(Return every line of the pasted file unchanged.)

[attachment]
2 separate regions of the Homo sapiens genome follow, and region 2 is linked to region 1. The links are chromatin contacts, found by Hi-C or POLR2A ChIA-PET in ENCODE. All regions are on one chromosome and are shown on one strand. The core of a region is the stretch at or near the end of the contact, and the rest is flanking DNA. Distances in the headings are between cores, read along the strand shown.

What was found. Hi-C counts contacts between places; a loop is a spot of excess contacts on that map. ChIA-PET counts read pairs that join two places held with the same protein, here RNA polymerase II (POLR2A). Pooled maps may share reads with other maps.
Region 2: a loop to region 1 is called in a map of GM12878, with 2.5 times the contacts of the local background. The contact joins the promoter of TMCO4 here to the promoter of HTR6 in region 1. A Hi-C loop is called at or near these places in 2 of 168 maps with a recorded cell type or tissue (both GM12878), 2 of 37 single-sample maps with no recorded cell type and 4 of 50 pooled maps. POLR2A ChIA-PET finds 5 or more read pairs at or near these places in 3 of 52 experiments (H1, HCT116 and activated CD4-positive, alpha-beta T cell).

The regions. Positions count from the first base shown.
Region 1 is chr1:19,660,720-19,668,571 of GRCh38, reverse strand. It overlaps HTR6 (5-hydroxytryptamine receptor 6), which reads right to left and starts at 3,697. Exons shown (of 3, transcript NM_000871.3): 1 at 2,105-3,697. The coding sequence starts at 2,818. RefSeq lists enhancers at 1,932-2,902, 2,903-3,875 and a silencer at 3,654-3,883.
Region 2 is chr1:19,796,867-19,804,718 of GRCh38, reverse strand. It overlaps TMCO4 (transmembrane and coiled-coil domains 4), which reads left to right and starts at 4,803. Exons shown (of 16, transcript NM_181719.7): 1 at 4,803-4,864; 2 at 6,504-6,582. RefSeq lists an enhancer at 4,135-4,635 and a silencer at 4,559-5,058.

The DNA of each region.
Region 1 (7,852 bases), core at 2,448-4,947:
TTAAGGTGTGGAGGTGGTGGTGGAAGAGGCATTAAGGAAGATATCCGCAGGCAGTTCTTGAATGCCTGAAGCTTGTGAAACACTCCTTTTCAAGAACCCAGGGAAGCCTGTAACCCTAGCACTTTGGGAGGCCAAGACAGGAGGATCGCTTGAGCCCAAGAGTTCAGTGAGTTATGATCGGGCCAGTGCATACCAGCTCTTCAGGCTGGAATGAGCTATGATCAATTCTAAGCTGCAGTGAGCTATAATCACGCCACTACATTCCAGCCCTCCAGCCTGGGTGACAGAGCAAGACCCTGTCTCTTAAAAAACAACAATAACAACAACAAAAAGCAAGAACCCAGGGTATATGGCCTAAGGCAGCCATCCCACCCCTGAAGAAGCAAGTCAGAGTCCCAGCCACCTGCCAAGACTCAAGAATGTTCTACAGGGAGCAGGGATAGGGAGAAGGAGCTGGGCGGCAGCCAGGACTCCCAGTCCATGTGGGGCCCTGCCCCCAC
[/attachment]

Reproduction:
2 separate regions of the Homo sapiens genome follow, and region 2 is linked to region 1. The links are chromatin contacts, found by Hi-C or POLR2A ChIA-PET in ENCODE. All regions are on one chromosome and are shown on one strand. The core of a region is the stretch at or near the end of the contact, and the rest is flanking DNA. Distances in the headings are between cores, read along the strand shown.

What was found. Hi-C counts contacts between places; a loop is a spot of excess contacts on that map. ChIA-PET counts read pairs that join two places held with the same protein, here RNA polymerase II (POLR2A). Pooled maps may share reads with other maps.
Region 2: a loop to region 1 is called in a map of GM12878, with 2.5 times the contacts of the local background. The contact joins the promoter of TMCO4 here to the promoter of HTR6 in region 1. A Hi-C loop is called at or near these places in 2 of 168 maps with a recorded cell type or tissue (both GM12878), 2 of 37 single-sample maps with no recorded cell type and 4 of 50 pooled maps. POLR2A ChIA-PET finds 5 or more read pairs at or near these places in 3 of 52 experiments (H1, HCT116 and activated CD4-positive, alpha-beta T cell).

The regions. Positions count from the first base shown.
Region 1 is chr1:19,660,720-19,668,571 of GRCh38, reverse strand. It overlaps HTR6 (5-hydroxytryptamine receptor 6), which reads right to left and starts at 3,697. Exons shown (of 3, transcript NM_000871.3): 1 at 2,105-3,697. The coding sequence starts at 2,818. RefSeq lists enhancers at 1,932-2,902, 2,903-3,875 and a silencer at 3,654-3,883.
Region 2 is chr1:19,796,867-19,804,718 of GRCh38, reverse strand. It overlaps TMCO4 (transmembrane and coiled-coil domains 4), which reads left to right and starts at 4,803. Exons shown (of 16, transcript NM_181719.7): 1 at 4,803-4,864; 2 at 6,504-6,582. RefSeq lists an enhancer at 4,135-4,635 and a silencer at 4,559-5,058.

The DNA of each region.
Region 1 (7,852 bases), core at 2,448-4,947:
TTAAGGTGTGGAGGTGGTGGTGGAAGAGGCATTAAGGAAGATATCCGCAGGCAGTTCTTGAATGCCTGAAGCTTGTGAAACACTCCTTTTCAAGAACCCAGGGAAGCCTGTAACCCTAGCACTTTGGGAGGCCAAGACAGGAGGATCGCTTGAGCCCAAGAGTTCAGTGAGTTATGATCGGGCCAGTGCATACCAGCTCTTCAGGCTGGAATGAGCTATGATCAATTCTAAGCTGCAGTGAGCTATAATCACGCCACTACATTCCAGCCCTCCAGCCTGGGTGACAGAGCAAGACCCTGTCTCTTAAAAAACAACAATAACAACAACAAAAAGCAAGAACCCAGGGTATATGGCCTAAGGCAGCCATCCCACCCCTGAAGAAGCAAGTCAGAGTCCCAGCCACCTGCCAAGACTCAAGAATGTTCTACAGGGAGCAGGGATAGGGAGAAGGAGCTGGGCGGCAGCCAGGACTCCCAGTCCATGTGGGGCCCTGCCCCCAC